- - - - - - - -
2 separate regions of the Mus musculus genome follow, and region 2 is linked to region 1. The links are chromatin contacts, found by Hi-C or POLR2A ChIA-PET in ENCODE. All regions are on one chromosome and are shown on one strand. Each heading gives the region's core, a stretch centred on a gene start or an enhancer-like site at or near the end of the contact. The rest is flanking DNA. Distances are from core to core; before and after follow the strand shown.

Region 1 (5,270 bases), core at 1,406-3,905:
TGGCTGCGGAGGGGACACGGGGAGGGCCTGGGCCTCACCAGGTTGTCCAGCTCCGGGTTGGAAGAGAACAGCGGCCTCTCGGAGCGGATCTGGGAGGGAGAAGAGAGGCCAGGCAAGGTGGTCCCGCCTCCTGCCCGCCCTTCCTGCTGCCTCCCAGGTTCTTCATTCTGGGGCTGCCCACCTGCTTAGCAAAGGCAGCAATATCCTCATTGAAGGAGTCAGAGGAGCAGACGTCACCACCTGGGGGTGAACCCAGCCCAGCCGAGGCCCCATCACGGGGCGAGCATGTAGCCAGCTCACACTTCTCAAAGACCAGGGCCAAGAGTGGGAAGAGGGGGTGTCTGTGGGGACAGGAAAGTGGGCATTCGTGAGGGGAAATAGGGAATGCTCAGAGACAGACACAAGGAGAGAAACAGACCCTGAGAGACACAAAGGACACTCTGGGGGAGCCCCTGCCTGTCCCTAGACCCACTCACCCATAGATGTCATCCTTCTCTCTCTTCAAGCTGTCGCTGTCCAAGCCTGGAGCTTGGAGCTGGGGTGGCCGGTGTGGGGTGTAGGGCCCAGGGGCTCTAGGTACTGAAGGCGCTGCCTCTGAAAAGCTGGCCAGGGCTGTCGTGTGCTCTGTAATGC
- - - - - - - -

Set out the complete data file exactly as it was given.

2 separate regions of the Mus musculus genome follow, and region 2 is linked to region 1. The links are chromatin contacts, found by Hi-C or POLR2A ChIA-PET in ENCODE. All regions are on one chromosome and are shown on one strand. Each heading gives the region's core, a stretch centred on a gene start or an enhancer-like site at or near the end of the contact. The rest is flanking DNA. Distances are from core to core; before and after follow the strand shown.

Region 1 (5,270 bases), core at 1,406-3,905:
TGGCTGCGGAGGGGACACGGGGAGGGCCTGGGCCTCACCAGGTTGTCCAGCTCCGGGTTGGAAGAGAACAGCGGCCTCTCGGAGCGGATCTGGGAGGGAGAAGAGAGGCCAGGCAAGGTGGTCCCGCCTCCTGCCCGCCCTTCCTGCTGCCTCCCAGGTTCTTCATTCTGGGGCTGCCCACCTGCTTAGCAAAGGCAGCAATATCCTCATTGAAGGAGTCAGAGGAGCAGACGTCACCACCTGGGGGTGAACCCAGCCCAGCCGAGGCCCCATCACGGGGCGAGCATGTAGCCAGCTCACACTTCTCAAAGACCAGGGCCAAGAGTGGGAAGAGGGGGTGTCTGTGGGGACAGGAAAGTGGGCATTCGTGAGGGGAAATAGGGAATGCTCAGAGACAGACACAAGGAGAGAAACAGACCCTGAGAGACACAAAGGACACTCTGGGGGAGCCCCTGCCTGTCCCTAGACCCACTCACCCATAGATGTCATCCTTCTCTCTCTTCAAGCTGTCGCTGTCCAAGCCTGGAGCTTGGAGCTGGGGTGGCCGGTGTGGGGTGTAGGGCCCAGGGGCTCTAGGTACTGAAGGCGCTGCCTCTGAAAAGCTGGCCAGGGCTGTCGTGTGCTCTGTAATGC